Notice that all of these approaches are specifically about the potential customer. They’re outwardly focused and not about you making the sale, but rather, friendly and engaging. These examples are about building rapport with the prospect by starting a conversation that encourage them to join.

Master 2 or 3 opening lines before moving onto the actual opener that plays off what the prospect says, and how he or she responds to your opener. Because this is relative to each buyer, your response could change. Below is a complete opening example to help create yours.

The Complete Opener

“Good morning. I’m Zeus from ZYX Tree Service. I stopped by because I noticed that one of the limbs on your Oak tree is on top of your garage and really long and bushy. Does it prevent you from seeing when you back out of your garage? (Pause, let the potential customer answer.) Well, here are some pruning tips to fix that before it becomes really costly.”

By offering a couple pruning tips, you’re educating the customer and presenting yourself as a tree expert. This instantly builds credibility and trust while offering something free to the person at the door.

Tips to Master Your Opener

  • Take time to prepare your opener by writing it out
  • Practice, practice and practice some more

The Presentation – Develop Trust And Build Credibility

Once you’ve made your connection at the door, you need to continue developing trust and credibility with the potential customer. Kenny Brooks gave one of the best sales pitches ever, and was a great storyteller.

Storytelling provides a non-invasive approach that helps you relate to the person at the door by sharing a real-life example about your product or service that solves their biggest needs.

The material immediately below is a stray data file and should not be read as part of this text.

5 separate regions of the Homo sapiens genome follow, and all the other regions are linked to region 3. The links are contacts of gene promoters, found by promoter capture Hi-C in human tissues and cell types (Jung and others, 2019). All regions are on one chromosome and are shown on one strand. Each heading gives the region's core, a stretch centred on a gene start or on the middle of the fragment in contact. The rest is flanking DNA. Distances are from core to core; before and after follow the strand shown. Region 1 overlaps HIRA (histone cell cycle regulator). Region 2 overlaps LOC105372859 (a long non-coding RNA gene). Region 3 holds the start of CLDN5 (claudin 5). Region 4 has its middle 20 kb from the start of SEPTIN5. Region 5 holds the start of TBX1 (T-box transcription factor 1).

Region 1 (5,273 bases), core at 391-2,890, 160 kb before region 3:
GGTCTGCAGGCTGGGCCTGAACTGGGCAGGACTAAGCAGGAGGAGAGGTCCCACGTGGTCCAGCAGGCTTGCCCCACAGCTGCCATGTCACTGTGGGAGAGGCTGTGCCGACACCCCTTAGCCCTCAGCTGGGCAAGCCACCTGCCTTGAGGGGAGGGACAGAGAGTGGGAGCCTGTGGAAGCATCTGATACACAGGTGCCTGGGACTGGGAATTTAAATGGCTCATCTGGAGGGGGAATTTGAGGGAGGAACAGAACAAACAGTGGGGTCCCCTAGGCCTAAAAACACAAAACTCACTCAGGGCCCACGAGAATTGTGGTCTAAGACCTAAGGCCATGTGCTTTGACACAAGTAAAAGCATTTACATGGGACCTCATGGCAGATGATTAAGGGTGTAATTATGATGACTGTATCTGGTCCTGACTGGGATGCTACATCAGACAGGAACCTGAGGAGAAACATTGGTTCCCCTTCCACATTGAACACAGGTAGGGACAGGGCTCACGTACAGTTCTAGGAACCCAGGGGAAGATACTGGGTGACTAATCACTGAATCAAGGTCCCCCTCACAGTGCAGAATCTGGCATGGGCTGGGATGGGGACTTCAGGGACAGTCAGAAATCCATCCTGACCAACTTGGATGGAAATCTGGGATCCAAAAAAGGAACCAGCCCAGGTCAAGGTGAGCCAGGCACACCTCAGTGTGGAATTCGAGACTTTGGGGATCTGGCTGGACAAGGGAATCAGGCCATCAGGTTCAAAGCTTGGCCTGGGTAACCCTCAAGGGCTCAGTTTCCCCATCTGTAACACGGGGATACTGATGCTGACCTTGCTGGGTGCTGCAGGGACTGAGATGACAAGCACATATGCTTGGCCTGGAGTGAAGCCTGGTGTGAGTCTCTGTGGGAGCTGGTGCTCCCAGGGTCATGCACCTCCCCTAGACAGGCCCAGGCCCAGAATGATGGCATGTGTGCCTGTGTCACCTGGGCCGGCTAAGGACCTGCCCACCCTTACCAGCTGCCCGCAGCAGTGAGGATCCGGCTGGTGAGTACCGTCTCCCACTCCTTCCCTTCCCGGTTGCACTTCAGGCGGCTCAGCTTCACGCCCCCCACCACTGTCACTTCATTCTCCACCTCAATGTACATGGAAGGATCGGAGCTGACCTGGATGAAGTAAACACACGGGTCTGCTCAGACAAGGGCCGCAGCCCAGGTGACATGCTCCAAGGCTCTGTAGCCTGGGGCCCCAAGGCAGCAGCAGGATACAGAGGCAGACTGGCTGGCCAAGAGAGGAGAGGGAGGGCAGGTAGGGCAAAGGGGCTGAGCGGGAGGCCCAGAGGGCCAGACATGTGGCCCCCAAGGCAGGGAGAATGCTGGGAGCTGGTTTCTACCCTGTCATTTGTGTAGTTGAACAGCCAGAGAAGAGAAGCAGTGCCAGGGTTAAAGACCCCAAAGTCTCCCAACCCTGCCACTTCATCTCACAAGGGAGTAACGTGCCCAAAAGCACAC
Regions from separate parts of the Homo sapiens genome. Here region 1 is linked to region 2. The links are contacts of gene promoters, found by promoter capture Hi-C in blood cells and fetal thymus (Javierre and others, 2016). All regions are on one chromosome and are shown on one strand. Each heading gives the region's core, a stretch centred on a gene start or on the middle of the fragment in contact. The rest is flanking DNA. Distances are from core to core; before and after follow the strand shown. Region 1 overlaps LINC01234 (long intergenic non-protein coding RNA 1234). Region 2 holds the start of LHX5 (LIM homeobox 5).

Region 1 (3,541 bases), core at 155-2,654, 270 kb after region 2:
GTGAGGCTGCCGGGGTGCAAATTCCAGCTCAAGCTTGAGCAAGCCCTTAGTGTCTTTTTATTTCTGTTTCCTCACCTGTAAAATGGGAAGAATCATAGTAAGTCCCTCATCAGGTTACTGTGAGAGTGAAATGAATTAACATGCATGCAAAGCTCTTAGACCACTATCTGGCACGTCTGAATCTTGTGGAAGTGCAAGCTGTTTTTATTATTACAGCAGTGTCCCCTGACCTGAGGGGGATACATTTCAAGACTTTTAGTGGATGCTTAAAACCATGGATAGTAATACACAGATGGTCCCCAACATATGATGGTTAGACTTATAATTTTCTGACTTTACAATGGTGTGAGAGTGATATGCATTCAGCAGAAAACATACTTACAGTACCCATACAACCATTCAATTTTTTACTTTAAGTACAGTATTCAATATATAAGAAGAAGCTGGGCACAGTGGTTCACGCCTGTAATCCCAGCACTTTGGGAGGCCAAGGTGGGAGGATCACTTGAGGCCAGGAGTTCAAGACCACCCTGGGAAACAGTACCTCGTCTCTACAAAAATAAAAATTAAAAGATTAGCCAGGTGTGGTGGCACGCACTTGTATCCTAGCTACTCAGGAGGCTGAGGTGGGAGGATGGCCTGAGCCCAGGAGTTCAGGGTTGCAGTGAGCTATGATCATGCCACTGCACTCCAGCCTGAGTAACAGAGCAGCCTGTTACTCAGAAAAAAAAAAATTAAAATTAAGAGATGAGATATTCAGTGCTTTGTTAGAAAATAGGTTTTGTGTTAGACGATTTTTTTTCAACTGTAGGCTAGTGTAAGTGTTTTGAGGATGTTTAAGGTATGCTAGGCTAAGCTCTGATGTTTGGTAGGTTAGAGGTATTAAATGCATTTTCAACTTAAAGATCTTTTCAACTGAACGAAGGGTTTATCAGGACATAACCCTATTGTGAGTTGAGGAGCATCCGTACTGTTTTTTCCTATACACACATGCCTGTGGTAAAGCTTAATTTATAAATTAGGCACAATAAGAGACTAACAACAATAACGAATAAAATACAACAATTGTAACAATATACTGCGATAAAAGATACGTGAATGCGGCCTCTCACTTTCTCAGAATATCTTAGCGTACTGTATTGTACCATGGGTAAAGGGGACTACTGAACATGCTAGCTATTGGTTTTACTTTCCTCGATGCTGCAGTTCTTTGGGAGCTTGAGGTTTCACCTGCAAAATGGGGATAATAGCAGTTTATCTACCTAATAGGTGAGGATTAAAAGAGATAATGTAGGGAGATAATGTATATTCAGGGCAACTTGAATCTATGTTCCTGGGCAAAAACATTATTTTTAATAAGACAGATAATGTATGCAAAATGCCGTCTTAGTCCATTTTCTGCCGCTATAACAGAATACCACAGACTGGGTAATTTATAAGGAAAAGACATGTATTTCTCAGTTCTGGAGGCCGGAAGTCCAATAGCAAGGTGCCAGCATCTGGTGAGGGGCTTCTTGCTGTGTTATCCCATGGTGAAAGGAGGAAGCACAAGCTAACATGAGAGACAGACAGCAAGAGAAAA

The Storytelling Tradition: Oral storytelling goes back to ancient times where a presenter would engage an audience through words, usually in a physically close setting. As the presenter spoke and the story unfolded, he or she would choose certain words and situations that resonated with the audience. This created a personal bond between presenter and audience.

How Storytelling & Door to Door Sales Are Alike

  • You’re the presenter (aka storyteller)
  • You’re physically close to the potential customer because you’re standing at their door
  • Once someone is at their door, they become your audience

At this point, you have the power to choose exactly what words you’re going to say to tell a real-life story about your service or product that solves one or more of the potential customer’s problems.

The outcome is you provide a viable solution that helps someone, developing instant trust. Plus, a real story relevant to the prospect’s needs builds credibility to help you identify with him or her.

Storytelling Sales Pitch Example

“I was over at your neighbor Bob’s house the other day and I was talking with him about how going solar would save him money on his energy bill. He agreed and told me that his cousin had ABC Solar panels installed on his home a year ago and ended up saving $2400! He used the extra money to treat his family to a summer vacation. This made me so proud to represent ABC Solar and help people save money.”

Notice the story doesn’t attempt to sell the prospect. Instead, it builds trust and credibility using the “TOE” method:

  • Telling a real-life situation that could actually happen to the prospect
  • Offering the salesperson’s product as the solution
  • Establishing the salesperson as an expert by name-dropping their company

Tips To Mastering Your Story

  • Tell a real-life success story where your product or service played the hero
  • Make the story resonate with the prospect
  • Allow your “audience” to interact and respond during the story

Get Your Prospect Involved – Find Their Pain

Don’t make the amateur mistake of only talking about your product or services features & benefits.  This is the quickest way to get someone to tune out and start thinking about the chores they have to get done around the house.

Ask questions to uncover how they are taking care of their situation now and how that’s working out for them, what they would change and why.

It sounds much easier than it is to execute at a high level but hey, you have to start somewhere.

A saying from Sandler Sales Training states that “No Pain, No Sale”

Here’s some great questions to get you started on having good dialogue with your new potential customer to further build rapport and understand what they are doing now:

How have you been handling your tree trimming needs up to now?”

 “What measures do you currently have in place to make sure your house is safe when you’re not here?”